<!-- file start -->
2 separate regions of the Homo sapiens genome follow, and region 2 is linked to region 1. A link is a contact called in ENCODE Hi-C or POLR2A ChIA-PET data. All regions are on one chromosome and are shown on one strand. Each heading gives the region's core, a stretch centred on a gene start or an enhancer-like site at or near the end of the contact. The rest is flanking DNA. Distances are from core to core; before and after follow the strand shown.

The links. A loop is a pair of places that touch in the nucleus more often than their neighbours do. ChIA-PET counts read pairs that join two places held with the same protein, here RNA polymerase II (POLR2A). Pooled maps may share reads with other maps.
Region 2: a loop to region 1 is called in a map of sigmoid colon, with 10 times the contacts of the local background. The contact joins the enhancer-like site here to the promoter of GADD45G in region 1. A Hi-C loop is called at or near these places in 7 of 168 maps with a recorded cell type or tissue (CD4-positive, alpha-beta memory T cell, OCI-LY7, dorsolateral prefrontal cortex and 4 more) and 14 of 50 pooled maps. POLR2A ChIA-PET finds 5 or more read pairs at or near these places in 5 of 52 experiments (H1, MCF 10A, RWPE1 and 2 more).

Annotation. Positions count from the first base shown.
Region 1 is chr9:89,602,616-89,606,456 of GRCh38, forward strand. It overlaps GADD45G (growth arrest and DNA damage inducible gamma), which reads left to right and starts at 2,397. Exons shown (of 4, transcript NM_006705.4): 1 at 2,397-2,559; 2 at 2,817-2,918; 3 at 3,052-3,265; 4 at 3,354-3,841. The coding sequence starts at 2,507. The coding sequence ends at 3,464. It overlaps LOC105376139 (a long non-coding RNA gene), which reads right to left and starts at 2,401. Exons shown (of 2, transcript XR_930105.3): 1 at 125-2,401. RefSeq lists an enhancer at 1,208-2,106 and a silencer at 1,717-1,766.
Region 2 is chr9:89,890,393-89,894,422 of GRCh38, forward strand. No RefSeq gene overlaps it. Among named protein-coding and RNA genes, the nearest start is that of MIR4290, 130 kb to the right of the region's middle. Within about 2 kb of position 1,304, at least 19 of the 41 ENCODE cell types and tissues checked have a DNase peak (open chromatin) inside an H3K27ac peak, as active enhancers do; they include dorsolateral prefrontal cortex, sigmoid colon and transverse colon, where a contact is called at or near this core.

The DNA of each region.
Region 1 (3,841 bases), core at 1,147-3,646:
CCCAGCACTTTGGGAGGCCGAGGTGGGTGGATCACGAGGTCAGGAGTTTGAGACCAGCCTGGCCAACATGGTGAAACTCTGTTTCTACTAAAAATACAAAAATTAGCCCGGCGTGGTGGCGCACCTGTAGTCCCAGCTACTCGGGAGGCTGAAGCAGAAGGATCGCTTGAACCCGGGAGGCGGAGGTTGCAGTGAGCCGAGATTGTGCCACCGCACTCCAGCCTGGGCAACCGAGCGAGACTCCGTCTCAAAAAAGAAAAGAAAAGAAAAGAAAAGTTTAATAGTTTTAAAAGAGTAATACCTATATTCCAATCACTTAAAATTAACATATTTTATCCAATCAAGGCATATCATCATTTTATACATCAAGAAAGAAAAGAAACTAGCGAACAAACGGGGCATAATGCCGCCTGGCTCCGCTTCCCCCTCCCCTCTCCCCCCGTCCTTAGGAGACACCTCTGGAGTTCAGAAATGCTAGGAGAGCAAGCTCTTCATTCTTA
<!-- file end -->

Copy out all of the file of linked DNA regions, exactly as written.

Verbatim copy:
2 separate regions of the Homo sapiens genome follow, and region 2 is linked to region 1. A link is a contact called in ENCODE Hi-C or POLR2A ChIA-PET data. All regions are on one chromosome and are shown on one strand. Each heading gives the region's core, a stretch centred on a gene start or an enhancer-like site at or near the end of the contact. The rest is flanking DNA. Distances are from core to core; before and after follow the strand shown.

The links. A loop is a pair of places that touch in the nucleus more often than their neighbours do. ChIA-PET counts read pairs that join two places held with the same protein, here RNA polymerase II (POLR2A). Pooled maps may share reads with other maps.
Region 2: a loop to region 1 is called in a map of sigmoid colon, with 10 times the contacts of the local background. The contact joins the enhancer-like site here to the promoter of GADD45G in region 1. A Hi-C loop is called at or near these places in 7 of 168 maps with a recorded cell type or tissue (CD4-positive, alpha-beta memory T cell, OCI-LY7, dorsolateral prefrontal cortex and 4 more) and 14 of 50 pooled maps. POLR2A ChIA-PET finds 5 or more read pairs at or near these places in 5 of 52 experiments (H1, MCF 10A, RWPE1 and 2 more).

Annotation. Positions count from the first base shown.
Region 1 is chr9:89,602,616-89,606,456 of GRCh38, forward strand. It overlaps GADD45G (growth arrest and DNA damage inducible gamma), which reads left to right and starts at 2,397. Exons shown (of 4, transcript NM_006705.4): 1 at 2,397-2,559; 2 at 2,817-2,918; 3 at 3,052-3,265; 4 at 3,354-3,841. The coding sequence starts at 2,507. The coding sequence ends at 3,464. It overlaps LOC105376139 (a long non-coding RNA gene), which reads right to left and starts at 2,401. Exons shown (of 2, transcript XR_930105.3): 1 at 125-2,401. RefSeq lists an enhancer at 1,208-2,106 and a silencer at 1,717-1,766.
Region 2 is chr9:89,890,393-89,894,422 of GRCh38, forward strand. No RefSeq gene overlaps it. Among named protein-coding and RNA genes, the nearest start is that of MIR4290, 130 kb to the right of the region's middle. Within about 2 kb of position 1,304, at least 19 of the 41 ENCODE cell types and tissues checked have a DNase peak (open chromatin) inside an H3K27ac peak, as active enhancers do; they include dorsolateral prefrontal cortex, sigmoid colon and transverse colon, where a contact is called at or near this core.

The DNA of each region.
Region 1 (3,841 bases), core at 1,147-3,646:
CCCAGCACTTTGGGAGGCCGAGGTGGGTGGATCACGAGGTCAGGAGTTTGAGACCAGCCTGGCCAACATGGTGAAACTCTGTTTCTACTAAAAATACAAAAATTAGCCCGGCGTGGTGGCGCACCTGTAGTCCCAGCTACTCGGGAGGCTGAAGCAGAAGGATCGCTTGAACCCGGGAGGCGGAGGTTGCAGTGAGCCGAGATTGTGCCACCGCACTCCAGCCTGGGCAACCGAGCGAGACTCCGTCTCAAAAAAGAAAAGAAAAGAAAAGAAAAGTTTAATAGTTTTAAAAGAGTAATACCTATATTCCAATCACTTAAAATTAACATATTTTATCCAATCAAGGCATATCATCATTTTATACATCAAGAAAGAAAAGAAACTAGCGAACAAACGGGGCATAATGCCGCCTGGCTCCGCTTCCCCCTCCCCTCTCCCCCCGTCCTTAGGAGACACCTCTGGAGTTCAGAAATGCTAGGAGAGCAAGCTCTTCATTCTTA